IMPOSSIBLY SILKY MASHED POTATOES
• 4 Ibs medium Yukon Gold potatoes, peeled and halved • 6 sticks cold unsalted butter, cut into 1/2-inch cubes • 1/2 cup heavy cream • Kosher salt
1. In a stockpot or large saucepan, submerge potatoes in just enough water to cover them. Bring to a boil, add 2 tbsp of salt, and simmer until tender, about 20 minutes. 2. Drain potatoes and let cool for 3 minutes. 3. Using a ricer, grate potatoes into the original saucepan over medium heat. 4. With a wooden spoon, stir potatoes until they begin to stick to pan and steam, about 2 minutes. 5. Add butter in four equal batches, stirring constantly and adding each batch only once the last has been fully incorporated into the saucepan. 6. Stir in cream, season liberally with salt, and serve immediately.
Inspired by Food & Wine magazine
g Caregiver Stress YOURSELF WHOLE AGAIN to a trusted doctor or psychiatrist can help take the burden off your shoulders.
The Free Radical 411 HOW TO MINIMIZE AGE-INDUCING ATOMS
If you’ve ever picked up a health magazine while waiting at the doctor’s office, then you’re probably familiar with the term “free radicals” — at least enough to know that they get a bad rap from doctors and beauticians alike. But what are they, exactly? According to Live Science, free radicals are atoms with unpaired electrons that have split off from oxygen molecules in the body and started to “scavenge” for other electrons to pair with. That wouldn’t be problematic, except that these atoms tend to damage cells, lipids, proteins, and even DNA along the way, and that destruction has serious consequences. As Live Science puts it, “Free radicals are associated with human disease, including cancer, atherosclerosis, Alzheimer’s disease, Parkinson’s disease, and many others. They
It’s possible you’re trying to do too much at once. Make sure you’re setting realistic goals both at work and at home. Break your larger tasks into smaller ones you can easily
achieve, giving you a sense of purpose throughout the day. You should start tracking and knowing your limits so that you can decline
offers for jobs that are too draining. Nothing is worth destroying your life over, although that can be hard to realize when you have another person who depends on you. Remind yourself why you do what you do and make sure to devote energy to yourself so you can keep caring for those who need you.
also may have a link to aging, which has been defined as a gradual accumulation of free- radical damage.” Unfortunately, it’s impossible to entirely avoid free radicals and the havoc they wreak. The process that forms free radicals, called oxidative stress, can be kick-started by a variety of different substances found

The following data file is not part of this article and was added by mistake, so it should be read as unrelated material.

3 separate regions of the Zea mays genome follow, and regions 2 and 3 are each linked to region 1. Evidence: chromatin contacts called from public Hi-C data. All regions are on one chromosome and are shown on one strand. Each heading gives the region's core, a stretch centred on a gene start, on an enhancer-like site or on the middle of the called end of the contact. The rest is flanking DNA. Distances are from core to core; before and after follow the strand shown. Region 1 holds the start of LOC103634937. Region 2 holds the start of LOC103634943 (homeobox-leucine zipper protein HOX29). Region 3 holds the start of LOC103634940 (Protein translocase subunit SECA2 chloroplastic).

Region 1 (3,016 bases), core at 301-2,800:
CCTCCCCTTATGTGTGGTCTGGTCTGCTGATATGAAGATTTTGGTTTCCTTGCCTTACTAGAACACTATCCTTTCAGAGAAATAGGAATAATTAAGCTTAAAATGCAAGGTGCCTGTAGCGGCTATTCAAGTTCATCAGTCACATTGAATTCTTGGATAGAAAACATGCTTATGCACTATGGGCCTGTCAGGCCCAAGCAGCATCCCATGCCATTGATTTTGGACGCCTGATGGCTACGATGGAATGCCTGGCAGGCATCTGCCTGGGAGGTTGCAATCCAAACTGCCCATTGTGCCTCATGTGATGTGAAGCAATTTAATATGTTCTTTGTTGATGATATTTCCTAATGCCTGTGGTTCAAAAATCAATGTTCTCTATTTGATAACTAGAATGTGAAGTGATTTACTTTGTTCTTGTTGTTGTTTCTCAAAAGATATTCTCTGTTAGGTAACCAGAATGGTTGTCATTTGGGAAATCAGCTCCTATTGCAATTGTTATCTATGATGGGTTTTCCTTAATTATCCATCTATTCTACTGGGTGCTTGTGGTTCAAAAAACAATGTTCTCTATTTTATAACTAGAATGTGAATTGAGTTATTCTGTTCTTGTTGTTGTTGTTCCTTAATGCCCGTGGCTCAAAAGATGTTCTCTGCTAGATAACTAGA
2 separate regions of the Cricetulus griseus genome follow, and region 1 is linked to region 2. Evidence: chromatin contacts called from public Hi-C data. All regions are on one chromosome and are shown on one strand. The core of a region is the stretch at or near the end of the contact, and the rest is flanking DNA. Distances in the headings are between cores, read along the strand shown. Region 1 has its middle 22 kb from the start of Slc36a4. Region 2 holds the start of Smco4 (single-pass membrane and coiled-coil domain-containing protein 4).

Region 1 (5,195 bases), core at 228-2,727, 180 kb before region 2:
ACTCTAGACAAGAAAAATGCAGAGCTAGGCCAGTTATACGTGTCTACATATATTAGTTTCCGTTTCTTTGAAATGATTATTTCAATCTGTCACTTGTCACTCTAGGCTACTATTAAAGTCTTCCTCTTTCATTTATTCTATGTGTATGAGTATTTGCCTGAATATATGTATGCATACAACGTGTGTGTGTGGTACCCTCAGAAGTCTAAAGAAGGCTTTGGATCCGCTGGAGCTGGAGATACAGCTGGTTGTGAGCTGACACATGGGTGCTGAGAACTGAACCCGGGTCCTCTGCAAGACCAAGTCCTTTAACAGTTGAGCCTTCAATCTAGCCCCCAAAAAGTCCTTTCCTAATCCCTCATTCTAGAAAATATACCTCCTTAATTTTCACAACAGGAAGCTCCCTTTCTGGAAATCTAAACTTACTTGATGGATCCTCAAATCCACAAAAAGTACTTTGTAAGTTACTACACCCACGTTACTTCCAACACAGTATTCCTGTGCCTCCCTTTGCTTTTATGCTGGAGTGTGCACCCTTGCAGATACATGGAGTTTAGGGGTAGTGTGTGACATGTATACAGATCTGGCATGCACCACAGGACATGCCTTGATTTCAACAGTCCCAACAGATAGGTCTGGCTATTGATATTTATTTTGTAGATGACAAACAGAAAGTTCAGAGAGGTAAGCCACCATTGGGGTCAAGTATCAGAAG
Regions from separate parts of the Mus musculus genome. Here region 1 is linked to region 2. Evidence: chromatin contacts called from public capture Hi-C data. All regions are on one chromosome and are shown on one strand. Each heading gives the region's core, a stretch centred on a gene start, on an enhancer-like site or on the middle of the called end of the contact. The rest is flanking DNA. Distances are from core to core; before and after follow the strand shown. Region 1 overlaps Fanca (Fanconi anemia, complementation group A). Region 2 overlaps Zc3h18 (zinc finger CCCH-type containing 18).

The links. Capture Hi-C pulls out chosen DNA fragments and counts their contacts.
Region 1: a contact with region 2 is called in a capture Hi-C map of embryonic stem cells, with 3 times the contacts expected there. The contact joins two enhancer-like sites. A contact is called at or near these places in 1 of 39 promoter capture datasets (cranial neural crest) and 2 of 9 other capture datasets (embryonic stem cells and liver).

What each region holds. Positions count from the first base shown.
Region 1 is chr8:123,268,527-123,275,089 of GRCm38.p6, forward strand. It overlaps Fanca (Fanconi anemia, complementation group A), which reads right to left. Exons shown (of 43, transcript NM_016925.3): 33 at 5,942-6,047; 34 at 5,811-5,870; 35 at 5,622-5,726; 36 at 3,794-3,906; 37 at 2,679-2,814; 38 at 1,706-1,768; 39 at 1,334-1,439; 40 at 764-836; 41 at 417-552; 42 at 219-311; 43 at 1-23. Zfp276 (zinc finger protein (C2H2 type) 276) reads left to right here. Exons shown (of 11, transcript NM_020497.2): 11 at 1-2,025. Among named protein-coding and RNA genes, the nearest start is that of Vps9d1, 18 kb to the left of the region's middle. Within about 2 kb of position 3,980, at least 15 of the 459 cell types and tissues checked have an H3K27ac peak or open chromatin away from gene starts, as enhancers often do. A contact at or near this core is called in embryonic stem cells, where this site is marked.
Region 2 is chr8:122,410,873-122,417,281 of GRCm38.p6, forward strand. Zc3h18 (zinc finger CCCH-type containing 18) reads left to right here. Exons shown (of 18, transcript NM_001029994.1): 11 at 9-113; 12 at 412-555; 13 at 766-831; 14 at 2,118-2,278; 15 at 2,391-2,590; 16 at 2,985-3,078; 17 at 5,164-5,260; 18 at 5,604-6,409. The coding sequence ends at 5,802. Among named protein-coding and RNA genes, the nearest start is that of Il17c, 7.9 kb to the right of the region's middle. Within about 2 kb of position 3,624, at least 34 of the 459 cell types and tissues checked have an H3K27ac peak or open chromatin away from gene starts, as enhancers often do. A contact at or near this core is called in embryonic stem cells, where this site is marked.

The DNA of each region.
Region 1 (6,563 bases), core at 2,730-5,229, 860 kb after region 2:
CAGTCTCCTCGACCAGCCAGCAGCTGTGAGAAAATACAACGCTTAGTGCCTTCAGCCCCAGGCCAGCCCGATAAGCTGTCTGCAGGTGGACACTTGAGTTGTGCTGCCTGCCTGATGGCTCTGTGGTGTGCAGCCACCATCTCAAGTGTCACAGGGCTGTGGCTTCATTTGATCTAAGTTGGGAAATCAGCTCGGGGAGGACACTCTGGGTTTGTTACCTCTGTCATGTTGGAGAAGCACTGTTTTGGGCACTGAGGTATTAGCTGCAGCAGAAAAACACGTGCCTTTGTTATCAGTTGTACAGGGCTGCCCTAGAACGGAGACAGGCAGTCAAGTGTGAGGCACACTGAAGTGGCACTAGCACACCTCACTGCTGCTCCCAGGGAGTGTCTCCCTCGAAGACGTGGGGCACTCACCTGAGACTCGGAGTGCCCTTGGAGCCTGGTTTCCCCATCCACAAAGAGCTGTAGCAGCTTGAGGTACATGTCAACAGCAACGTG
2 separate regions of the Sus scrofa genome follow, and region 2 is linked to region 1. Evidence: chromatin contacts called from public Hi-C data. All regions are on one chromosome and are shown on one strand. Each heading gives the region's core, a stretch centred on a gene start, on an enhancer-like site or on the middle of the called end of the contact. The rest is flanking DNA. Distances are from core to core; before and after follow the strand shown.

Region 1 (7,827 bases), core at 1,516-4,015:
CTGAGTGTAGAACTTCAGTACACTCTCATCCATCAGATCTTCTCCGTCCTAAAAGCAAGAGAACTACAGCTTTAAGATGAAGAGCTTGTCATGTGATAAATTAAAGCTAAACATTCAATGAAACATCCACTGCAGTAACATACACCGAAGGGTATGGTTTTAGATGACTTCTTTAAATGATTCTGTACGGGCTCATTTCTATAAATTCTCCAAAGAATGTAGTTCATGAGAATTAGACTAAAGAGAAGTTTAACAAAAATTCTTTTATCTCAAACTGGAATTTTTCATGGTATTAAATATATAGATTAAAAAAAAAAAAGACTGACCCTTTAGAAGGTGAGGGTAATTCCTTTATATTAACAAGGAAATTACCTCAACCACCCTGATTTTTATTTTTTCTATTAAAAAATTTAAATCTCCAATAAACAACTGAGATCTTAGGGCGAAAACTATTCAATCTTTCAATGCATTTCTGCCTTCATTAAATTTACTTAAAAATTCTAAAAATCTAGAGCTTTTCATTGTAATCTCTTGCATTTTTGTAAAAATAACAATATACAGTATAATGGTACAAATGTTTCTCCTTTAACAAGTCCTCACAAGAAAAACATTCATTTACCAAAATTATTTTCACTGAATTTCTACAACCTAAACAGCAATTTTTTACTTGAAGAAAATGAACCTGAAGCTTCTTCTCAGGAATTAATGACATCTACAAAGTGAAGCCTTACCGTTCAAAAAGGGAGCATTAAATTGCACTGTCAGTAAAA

S U D O KU
in food, water, medicine, and even the air we breathe, according to the Huntington’s Outreach Project for Education at Stanford University. Unsurprisingly, these substances are things already considered unhealthy, like alcohol, exposure to X-rays, ozone, fried food, chemical pesticides, air pollutants, and tobacco smoke.
That said, there is one molecule that is stable enough to stand up to and reduce free radicals: the antioxidant. According to a study published by Pharmacognosy Reviews, antioxidants can “donate an electron to a rampaging free radical and neutralize it, thus reducing its ability to damage.” Synthetic antioxidants exist but can sometimes have harmful side effects, so scientists advise protecting yourself by avoiding free radical triggers like alcohol,
processed foods, and red meat, and ingesting natural antioxidants in the form of berries, stone fruits, olives, onions, garlic, and green and black teas. Herbs and spices like cinnamon, basil, turmeric, and fenugreek can ratchet up your antioxidant levels too. While it can’t guarantee immortality, the right diet can certainly help you stave off aging and disease, so why not start today?
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I N S I D E This Issue
The Importance of Estate Planning
The Worst Retirement Spending Decisions Stress-Free Practices
Tips for Fighting Free Radicals
Impossibly Silky Mashed Potatoes
Did You Hear About the Dog Food Burglar?
Gone to the Dogs HOW CAN A THIEF SUE THE FAMILY HE ROBBED?
H ave you heard the story of Terrence Dickson? Even if you don’t know the name, you might have heard his strange tale. Dickson was a burglar in Bucks County, Pennsylvania. One day, after breaking into a house and helping himself to some valuables, Dickson decided to leave through the garage. After discovering the automatic garage door was stuck closed, Dickson turned around and was horrified to realize he’d locked himself inside.
“outrageous lawsuits,” people were rightfully enraged. There was just one problem: Terrence Dickson never existed.
In 2002, a reporter from Pennsylvania contacted the Bucks County prothonotary’s office, where all records for civil cases in the county are kept. He discovered there was no record of any cases involving such a burglar. It’s worth noting the original email where this story first appeared ended with a call for tort reform from a made-up law firm in Ohio. Likely, this hoax was an attempt to manipulate the public perception of the justice system. Despite being debunked 17 years ago, this tall tale still makes the rounds and often appears on lists of “outrageous lawsuits,” many of which are featured on the websites of legitimate law firms! There are plenty of wacky legal cases, but when a story is too ridiculous, there’s a good chance a few important details are being left out or the readers are being lied to. Don’t believe everything you read online!
To make matters worse, the family he was stealing from had just left for an extended vacation, so Dickson lived off of soda and dried dog food for eight days. When the family returned and found the unlucky burglar, a lawsuit was filed — by Dickson! He sued for mental anguish, and the jury awarded him $500,000. There’s nothing that shakes our faith in the justice system quite like injustice being served. When Dickson’s story first gained notoriety in 2001, thanks to an email circulated by the now- defunct Stella Awards newsletter, which highlighted